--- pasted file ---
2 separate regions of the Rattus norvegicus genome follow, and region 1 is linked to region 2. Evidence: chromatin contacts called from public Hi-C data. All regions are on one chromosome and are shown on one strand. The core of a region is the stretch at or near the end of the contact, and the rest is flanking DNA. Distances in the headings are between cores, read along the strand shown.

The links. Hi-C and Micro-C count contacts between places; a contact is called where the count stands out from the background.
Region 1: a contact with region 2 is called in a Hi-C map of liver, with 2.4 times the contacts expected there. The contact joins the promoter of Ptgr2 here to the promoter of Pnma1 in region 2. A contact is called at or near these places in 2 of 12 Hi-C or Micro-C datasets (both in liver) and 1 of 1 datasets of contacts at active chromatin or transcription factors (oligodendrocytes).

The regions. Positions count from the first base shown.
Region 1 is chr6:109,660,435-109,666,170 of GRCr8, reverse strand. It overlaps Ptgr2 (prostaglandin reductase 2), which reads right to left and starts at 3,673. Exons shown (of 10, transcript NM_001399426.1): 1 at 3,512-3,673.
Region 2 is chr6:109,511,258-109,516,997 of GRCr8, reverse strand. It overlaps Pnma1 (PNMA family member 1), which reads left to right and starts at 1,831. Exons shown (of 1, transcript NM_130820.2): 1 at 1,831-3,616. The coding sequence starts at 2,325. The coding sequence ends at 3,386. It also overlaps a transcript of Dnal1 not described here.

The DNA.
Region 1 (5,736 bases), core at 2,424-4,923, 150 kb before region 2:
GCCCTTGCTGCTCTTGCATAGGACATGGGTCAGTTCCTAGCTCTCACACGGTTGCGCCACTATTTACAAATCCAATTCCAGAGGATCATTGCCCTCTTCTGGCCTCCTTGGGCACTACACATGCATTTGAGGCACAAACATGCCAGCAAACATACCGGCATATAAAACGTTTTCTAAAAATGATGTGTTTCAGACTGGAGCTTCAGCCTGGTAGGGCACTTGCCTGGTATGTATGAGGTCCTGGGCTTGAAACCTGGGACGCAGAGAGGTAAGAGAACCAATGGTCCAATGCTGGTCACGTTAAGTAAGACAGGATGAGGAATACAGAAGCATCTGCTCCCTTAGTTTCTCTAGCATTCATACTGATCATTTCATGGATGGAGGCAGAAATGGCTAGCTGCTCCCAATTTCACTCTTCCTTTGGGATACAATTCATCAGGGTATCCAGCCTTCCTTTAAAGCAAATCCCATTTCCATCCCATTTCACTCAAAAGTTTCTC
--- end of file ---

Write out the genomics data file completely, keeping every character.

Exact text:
2 separate regions of the Rattus norvegicus genome follow, and region 1 is linked to region 2. Evidence: chromatin contacts called from public Hi-C data. All regions are on one chromosome and are shown on one strand. The core of a region is the stretch at or near the end of the contact, and the rest is flanking DNA. Distances in the headings are between cores, read along the strand shown.

The links. Hi-C and Micro-C count contacts between places; a contact is called where the count stands out from the background.
Region 1: a contact with region 2 is called in a Hi-C map of liver, with 2.4 times the contacts expected there. The contact joins the promoter of Ptgr2 here to the promoter of Pnma1 in region 2. A contact is called at or near these places in 2 of 12 Hi-C or Micro-C datasets (both in liver) and 1 of 1 datasets of contacts at active chromatin or transcription factors (oligodendrocytes).

The regions. Positions count from the first base shown.
Region 1 is chr6:109,660,435-109,666,170 of GRCr8, reverse strand. It overlaps Ptgr2 (prostaglandin reductase 2), which reads right to left and starts at 3,673. Exons shown (of 10, transcript NM_001399426.1): 1 at 3,512-3,673.
Region 2 is chr6:109,511,258-109,516,997 of GRCr8, reverse strand. It overlaps Pnma1 (PNMA family member 1), which reads left to right and starts at 1,831. Exons shown (of 1, transcript NM_130820.2): 1 at 1,831-3,616. The coding sequence starts at 2,325. The coding sequence ends at 3,386. It also overlaps a transcript of Dnal1 not described here.

The DNA.
Region 1 (5,736 bases), core at 2,424-4,923, 150 kb before region 2:
GCCCTTGCTGCTCTTGCATAGGACATGGGTCAGTTCCTAGCTCTCACACGGTTGCGCCACTATTTACAAATCCAATTCCAGAGGATCATTGCCCTCTTCTGGCCTCCTTGGGCACTACACATGCATTTGAGGCACAAACATGCCAGCAAACATACCGGCATATAAAACGTTTTCTAAAAATGATGTGTTTCAGACTGGAGCTTCAGCCTGGTAGGGCACTTGCCTGGTATGTATGAGGTCCTGGGCTTGAAACCTGGGACGCAGAGAGGTAAGAGAACCAATGGTCCAATGCTGGTCACGTTAAGTAAGACAGGATGAGGAATACAGAAGCATCTGCTCCCTTAGTTTCTCTAGCATTCATACTGATCATTTCATGGATGGAGGCAGAAATGGCTAGCTGCTCCCAATTTCACTCTTCCTTTGGGATACAATTCATCAGGGTATCCAGCCTTCCTTTAAAGCAAATCCCATTTCCATCCCATTTCACTCAAAAGTTTCTC